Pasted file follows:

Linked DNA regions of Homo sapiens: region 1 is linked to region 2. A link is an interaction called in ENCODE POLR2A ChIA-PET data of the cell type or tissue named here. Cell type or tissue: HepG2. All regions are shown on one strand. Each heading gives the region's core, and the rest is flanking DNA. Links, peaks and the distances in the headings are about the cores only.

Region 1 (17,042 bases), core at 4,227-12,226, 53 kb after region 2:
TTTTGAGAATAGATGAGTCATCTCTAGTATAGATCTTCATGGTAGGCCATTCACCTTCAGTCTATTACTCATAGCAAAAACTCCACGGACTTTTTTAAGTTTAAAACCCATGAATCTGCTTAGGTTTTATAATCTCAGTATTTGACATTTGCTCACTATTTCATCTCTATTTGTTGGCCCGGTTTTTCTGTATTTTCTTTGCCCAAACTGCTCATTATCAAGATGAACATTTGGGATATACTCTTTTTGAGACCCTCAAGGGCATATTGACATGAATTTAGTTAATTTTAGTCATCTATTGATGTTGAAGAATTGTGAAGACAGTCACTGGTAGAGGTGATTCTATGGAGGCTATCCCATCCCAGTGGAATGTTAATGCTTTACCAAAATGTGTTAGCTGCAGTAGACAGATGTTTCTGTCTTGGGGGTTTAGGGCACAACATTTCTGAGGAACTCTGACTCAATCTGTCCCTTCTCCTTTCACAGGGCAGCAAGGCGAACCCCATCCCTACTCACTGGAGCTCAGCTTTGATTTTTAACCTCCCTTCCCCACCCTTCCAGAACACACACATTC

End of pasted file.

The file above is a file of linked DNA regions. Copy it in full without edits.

Linked DNA regions of Homo sapiens: region 1 is linked to region 2. A link is an interaction called in ENCODE POLR2A ChIA-PET data of the cell type or tissue named here. Cell type or tissue: HepG2. All regions are shown on one strand. Each heading gives the region's core, and the rest is flanking DNA. Links, peaks and the distances in the headings are about the cores only.

Region 1 (17,042 bases), core at 4,227-12,226, 53 kb after region 2:
TTTTGAGAATAGATGAGTCATCTCTAGTATAGATCTTCATGGTAGGCCATTCACCTTCAGTCTATTACTCATAGCAAAAACTCCACGGACTTTTTTAAGTTTAAAACCCATGAATCTGCTTAGGTTTTATAATCTCAGTATTTGACATTTGCTCACTATTTCATCTCTATTTGTTGGCCCGGTTTTTCTGTATTTTCTTTGCCCAAACTGCTCATTATCAAGATGAACATTTGGGATATACTCTTTTTGAGACCCTCAAGGGCATATTGACATGAATTTAGTTAATTTTAGTCATCTATTGATGTTGAAGAATTGTGAAGACAGTCACTGGTAGAGGTGATTCTATGGAGGCTATCCCATCCCAGTGGAATGTTAATGCTTTACCAAAATGTGTTAGCTGCAGTAGACAGATGTTTCTGTCTTGGGGGTTTAGGGCACAACATTTCTGAGGAACTCTGACTCAATCTGTCCCTTCTCCTTTCACAGGGCAGCAAGGCGAACCCCATCCCTACTCACTGGAGCTCAGCTTTGATTTTTAACCTCCCTTCCCCACCCTTCCAGAACACACACATTC